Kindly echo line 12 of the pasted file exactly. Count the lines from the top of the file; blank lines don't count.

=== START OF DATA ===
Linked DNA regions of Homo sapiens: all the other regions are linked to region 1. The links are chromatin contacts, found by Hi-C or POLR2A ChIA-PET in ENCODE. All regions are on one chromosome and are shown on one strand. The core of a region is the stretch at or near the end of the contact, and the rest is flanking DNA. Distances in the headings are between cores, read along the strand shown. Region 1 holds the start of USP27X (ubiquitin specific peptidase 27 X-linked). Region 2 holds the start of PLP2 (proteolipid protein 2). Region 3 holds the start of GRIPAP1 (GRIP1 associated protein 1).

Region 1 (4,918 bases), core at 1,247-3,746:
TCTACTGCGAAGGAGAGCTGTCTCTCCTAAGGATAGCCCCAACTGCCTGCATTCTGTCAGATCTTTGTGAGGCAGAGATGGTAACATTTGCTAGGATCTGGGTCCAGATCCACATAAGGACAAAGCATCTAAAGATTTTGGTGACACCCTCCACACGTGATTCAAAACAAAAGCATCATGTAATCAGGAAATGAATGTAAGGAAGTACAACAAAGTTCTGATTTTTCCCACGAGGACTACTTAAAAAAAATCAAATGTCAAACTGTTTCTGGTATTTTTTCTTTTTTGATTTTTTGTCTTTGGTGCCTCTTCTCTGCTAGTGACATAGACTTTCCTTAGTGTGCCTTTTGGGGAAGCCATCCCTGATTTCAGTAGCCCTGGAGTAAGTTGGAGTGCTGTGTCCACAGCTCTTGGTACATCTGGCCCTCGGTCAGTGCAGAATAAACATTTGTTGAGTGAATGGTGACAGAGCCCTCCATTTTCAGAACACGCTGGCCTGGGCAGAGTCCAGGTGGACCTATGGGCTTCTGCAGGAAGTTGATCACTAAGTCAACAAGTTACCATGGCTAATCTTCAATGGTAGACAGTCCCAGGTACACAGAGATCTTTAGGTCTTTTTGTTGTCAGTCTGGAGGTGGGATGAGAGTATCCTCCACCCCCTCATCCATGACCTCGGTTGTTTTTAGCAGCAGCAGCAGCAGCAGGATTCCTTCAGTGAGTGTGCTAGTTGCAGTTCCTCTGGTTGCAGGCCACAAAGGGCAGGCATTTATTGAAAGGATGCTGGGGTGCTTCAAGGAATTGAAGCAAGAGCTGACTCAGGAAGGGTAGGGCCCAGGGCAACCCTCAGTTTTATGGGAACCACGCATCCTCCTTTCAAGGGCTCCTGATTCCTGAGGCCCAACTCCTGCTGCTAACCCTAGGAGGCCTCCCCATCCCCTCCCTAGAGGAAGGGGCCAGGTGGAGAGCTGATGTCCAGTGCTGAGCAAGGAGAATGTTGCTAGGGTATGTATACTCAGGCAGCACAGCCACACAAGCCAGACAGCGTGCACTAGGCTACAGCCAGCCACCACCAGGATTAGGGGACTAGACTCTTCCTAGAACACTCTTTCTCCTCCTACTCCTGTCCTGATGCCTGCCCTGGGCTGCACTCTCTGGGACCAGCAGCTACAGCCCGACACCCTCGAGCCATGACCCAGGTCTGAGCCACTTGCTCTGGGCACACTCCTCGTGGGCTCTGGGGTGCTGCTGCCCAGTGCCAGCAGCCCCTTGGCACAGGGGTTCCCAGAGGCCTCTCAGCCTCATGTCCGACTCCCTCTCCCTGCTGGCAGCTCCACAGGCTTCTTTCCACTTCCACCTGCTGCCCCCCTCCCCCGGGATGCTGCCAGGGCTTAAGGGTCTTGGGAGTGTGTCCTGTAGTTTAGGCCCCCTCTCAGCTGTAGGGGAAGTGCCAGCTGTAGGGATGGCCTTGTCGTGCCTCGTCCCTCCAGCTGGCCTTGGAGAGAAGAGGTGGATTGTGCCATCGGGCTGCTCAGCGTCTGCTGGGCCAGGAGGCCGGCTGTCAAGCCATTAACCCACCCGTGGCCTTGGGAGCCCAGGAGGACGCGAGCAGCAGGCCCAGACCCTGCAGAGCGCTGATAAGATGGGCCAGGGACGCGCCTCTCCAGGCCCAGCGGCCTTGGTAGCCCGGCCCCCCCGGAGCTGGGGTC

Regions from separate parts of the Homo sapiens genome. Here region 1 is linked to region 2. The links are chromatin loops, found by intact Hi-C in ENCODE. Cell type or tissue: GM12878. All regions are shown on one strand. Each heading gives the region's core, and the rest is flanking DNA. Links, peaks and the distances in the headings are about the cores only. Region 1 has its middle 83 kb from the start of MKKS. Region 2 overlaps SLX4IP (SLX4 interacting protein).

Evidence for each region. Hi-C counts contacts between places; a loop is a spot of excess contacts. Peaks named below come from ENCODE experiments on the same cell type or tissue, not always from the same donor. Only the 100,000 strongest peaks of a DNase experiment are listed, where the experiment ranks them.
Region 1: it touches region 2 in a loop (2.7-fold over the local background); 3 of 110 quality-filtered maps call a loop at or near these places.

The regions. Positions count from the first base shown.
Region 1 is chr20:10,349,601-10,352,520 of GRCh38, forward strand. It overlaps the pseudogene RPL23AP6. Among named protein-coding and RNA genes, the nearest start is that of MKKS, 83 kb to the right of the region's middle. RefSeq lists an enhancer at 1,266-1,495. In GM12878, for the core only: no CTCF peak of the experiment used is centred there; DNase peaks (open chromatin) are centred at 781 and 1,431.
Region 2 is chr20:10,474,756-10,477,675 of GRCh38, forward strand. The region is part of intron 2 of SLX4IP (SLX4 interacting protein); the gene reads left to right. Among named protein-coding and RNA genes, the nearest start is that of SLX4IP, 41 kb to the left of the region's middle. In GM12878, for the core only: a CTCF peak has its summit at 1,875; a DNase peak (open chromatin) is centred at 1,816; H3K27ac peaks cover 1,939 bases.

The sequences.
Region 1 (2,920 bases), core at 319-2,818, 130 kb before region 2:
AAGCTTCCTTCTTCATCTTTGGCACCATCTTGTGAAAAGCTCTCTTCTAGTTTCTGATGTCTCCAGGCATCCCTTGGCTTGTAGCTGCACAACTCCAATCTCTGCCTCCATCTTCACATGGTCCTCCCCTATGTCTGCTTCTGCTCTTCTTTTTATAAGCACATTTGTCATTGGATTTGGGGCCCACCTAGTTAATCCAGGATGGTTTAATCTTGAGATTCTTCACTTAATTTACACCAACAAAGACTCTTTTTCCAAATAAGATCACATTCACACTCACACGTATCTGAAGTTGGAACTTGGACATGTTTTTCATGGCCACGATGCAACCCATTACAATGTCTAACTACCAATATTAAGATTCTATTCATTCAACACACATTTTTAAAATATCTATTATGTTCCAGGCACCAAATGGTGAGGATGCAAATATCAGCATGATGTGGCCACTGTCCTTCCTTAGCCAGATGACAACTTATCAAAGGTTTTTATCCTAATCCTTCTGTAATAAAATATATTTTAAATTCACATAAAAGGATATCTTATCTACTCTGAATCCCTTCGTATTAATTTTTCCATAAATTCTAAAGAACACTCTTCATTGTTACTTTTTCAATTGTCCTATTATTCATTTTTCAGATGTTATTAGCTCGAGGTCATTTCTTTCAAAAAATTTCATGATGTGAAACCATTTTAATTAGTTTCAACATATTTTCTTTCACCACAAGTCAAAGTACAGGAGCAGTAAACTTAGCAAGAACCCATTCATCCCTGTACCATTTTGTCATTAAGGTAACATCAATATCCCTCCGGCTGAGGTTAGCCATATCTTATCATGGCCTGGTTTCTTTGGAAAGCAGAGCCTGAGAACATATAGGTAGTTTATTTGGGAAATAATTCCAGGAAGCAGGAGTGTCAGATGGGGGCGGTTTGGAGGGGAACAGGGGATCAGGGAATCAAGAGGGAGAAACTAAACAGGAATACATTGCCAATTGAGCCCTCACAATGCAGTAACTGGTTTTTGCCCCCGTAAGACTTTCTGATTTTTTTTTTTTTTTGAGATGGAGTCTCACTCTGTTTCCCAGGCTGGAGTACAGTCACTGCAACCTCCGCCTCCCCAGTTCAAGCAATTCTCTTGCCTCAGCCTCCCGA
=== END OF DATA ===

AAGCTTCCTTCTTCATCTTTGGCACCATCTTGTGAAAAGCTCTCTTCTAGTTTCTGATGTCTCCAGGCATCCCTTGGCTTGTAGCTGCACAACTCCAATCTCTGCCTCCATCTTCACATGGTCCTCCCCTATGTCTGCTTCTGCTCTTCTTTTTATAAGCACATTTGTCATTGGATTTGGGGCCCACCTAGTTAATCCAGGATGGTTTAATCTTGAGATTCTTCACTTAATTTACACCAACAAAGACTCTTTTTCCAAATAAGATCACATTCACACTCACACGTATCTGAAGTTGGAACTTGGACATGTTTTTCATGGCCACGATGCAACCCATTACAATGTCTAACTACCAATATTAAGATTCTATTCATTCAACACACATTTTTAAAATATCTATTATGTTCCAGGCACCAAATGGTGAGGATGCAAATATCAGCATGATGTGGCCACTGTCCTTCCTTAGCCAGATGACAACTTATCAAAGGTTTTTATCCTAATCCTTCTGTAATAAAATATATTTTAAATTCACATAAAAGGATATCTTATCTACTCTGAATCCCTTCGTATTAATTTTTCCATAAATTCTAAAGAACACTCTTCATTGTTACTTTTTCAATTGTCCTATTATTCATTTTTCAGATGTTATTAGCTCGAGGTCATTTCTTTCAAAAAATTTCATGATGTGAAACCATTTTAATTAGTTTCAACATATTTTCTTTCACCACAAGTCAAAGTACAGGAGCAGTAAACTTAGCAAGAACCCATTCATCCCTGTACCATTTTGTCATTAAGGTAACATCAATATCCCTCCGGCTGAGGTTAGCCATATCTTATCATGGCCTGGTTTCTTTGGAAAGCAGAGCCTGAGAACATATAGGTAGTTTATTTGGGAAATAATTCCAGGAAGCAGGAGTGTCAGATGGGGGCGGTTTGGAGGGGAACAGGGGATCAGGGAATCAAGAGGGAGAAACTAAACAGGAATACATTGCCAATTGAGCCCTCACAATGCAGTAACTGGTTTTTGCCCCCGTAAGACTTTCTGATTTTTTTTTTTTTTTGAGATGGAGTCTCACTCTGTTTCCCAGGCTGGAGTACAGTCACTGCAACCTCCGCCTCCCCAGTTCAAGCAATTCTCTTGCCTCAGCCTCCCGA